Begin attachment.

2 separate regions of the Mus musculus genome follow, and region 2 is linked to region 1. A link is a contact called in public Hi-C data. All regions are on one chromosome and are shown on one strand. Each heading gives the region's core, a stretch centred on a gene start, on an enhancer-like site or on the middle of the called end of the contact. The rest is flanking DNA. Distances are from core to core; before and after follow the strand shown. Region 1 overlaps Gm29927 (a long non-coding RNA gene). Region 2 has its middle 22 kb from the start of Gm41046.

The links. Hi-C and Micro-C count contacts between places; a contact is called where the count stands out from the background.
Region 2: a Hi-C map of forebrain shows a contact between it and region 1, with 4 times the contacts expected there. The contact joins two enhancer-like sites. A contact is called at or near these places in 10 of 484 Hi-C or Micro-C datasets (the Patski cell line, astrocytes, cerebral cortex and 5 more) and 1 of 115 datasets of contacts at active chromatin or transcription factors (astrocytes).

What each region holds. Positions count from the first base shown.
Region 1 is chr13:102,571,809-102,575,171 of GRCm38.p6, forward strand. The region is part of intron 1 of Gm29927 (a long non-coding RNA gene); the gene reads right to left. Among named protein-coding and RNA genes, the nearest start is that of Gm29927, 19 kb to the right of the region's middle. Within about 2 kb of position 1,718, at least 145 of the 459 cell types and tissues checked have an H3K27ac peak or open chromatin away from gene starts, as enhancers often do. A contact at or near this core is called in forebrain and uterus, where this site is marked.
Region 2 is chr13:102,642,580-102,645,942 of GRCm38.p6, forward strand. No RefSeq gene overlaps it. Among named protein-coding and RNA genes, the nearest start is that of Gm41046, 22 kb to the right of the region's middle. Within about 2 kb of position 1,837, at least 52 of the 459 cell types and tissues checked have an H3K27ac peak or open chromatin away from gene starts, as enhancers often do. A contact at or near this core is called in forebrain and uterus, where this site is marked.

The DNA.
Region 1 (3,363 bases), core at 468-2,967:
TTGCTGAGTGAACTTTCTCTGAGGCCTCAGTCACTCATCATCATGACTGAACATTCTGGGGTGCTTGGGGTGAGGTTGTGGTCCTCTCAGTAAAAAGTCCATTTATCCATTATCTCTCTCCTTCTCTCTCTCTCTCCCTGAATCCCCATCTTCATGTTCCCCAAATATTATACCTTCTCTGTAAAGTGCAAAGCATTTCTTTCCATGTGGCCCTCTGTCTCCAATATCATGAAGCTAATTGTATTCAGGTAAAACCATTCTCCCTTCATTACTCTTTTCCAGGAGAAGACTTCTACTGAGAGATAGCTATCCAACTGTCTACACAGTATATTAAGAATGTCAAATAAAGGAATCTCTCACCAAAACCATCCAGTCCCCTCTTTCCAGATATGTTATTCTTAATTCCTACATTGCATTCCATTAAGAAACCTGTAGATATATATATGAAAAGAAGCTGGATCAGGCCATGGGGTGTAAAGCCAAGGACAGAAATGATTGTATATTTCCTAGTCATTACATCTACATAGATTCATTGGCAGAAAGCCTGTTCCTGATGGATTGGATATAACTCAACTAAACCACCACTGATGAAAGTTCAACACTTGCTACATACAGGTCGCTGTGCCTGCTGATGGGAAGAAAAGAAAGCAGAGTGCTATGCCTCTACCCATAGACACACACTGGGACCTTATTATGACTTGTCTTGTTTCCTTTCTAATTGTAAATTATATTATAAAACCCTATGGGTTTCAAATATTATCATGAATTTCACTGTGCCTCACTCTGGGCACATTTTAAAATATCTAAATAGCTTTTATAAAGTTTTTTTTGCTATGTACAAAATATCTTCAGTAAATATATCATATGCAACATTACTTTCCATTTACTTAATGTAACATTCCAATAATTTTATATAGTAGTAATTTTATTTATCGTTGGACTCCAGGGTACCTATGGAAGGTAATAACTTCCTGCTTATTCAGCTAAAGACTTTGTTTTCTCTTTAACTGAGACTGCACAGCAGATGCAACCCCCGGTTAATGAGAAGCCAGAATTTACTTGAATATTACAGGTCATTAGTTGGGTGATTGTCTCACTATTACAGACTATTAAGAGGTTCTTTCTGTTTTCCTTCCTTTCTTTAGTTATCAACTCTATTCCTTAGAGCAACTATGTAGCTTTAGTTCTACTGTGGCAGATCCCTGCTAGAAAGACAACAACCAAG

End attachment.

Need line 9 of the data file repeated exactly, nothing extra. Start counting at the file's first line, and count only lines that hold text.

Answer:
TTGCTGAGTGAACTTTCTCTGAGGCCTCAGTCACTCATCATCATGACTGAACATTCTGGGGTGCTTGGGGTGAGGTTGTGGTCCTCTCAGTAAAAAGTCCATTTATCCATTATCTCTCTCCTTCTCTCTCTCTCTCCCTGAATCCCCATCTTCATGTTCCCCAAATATTATACCTTCTCTGTAAAGTGCAAAGCATTTCTTTCCATGTGGCCCTCTGTCTCCAATATCATGAAGCTAATTGTATTCAGGTAAAACCATTCTCCCTTCATTACTCTTTTCCAGGAGAAGACTTCTACTGAGAGATAGCTATCCAACTGTCTACACAGTATATTAAGAATGTCAAATAAAGGAATCTCTCACCAAAACCATCCAGTCCCCTCTTTCCAGATATGTTATTCTTAATTCCTACATTGCATTCCATTAAGAAACCTGTAGATATATATATGAAAAGAAGCTGGATCAGGCCATGGGGTGTAAAGCCAAGGACAGAAATGATTGTATATTTCCTAGTCATTACATCTACATAGATTCATTGGCAGAAAGCCTGTTCCTGATGGATTGGATATAACTCAACTAAACCACCACTGATGAAAGTTCAACACTTGCTACATACAGGTCGCTGTGCCTGCTGATGGGAAGAAAAGAAAGCAGAGTGCTATGCCTCTACCCATAGACACACACTGGGACCTTATTATGACTTGTCTTGTTTCCTTTCTAATTGTAAATTATATTATAAAACCCTATGGGTTTCAAATATTATCATGAATTTCACTGTGCCTCACTCTGGGCACATTTTAAAATATCTAAATAGCTTTTATAAAGTTTTTTTTGCTATGTACAAAATATCTTCAGTAAATATATCATATGCAACATTACTTTCCATTTACTTAATGTAACATTCCAATAATTTTATATAGTAGTAATTTTATTTATCGTTGGACTCCAGGGTACCTATGGAAGGTAATAACTTCCTGCTTATTCAGCTAAAGACTTTGTTTTCTCTTTAACTGAGACTGCACAGCAGATGCAACCCCCGGTTAATGAGAAGCCAGAATTTACTTGAATATTACAGGTCATTAGTTGGGTGATTGTCTCACTATTACAGACTATTAAGAGGTTCTTTCTGTTTTCCTTCCTTTCTTTAGTTATCAACTCTATTCCTTAGAGCAACTATGTAGCTTTAGTTCTACTGTGGCAGATCCCTGCTAGAAAGACAACAACCAAG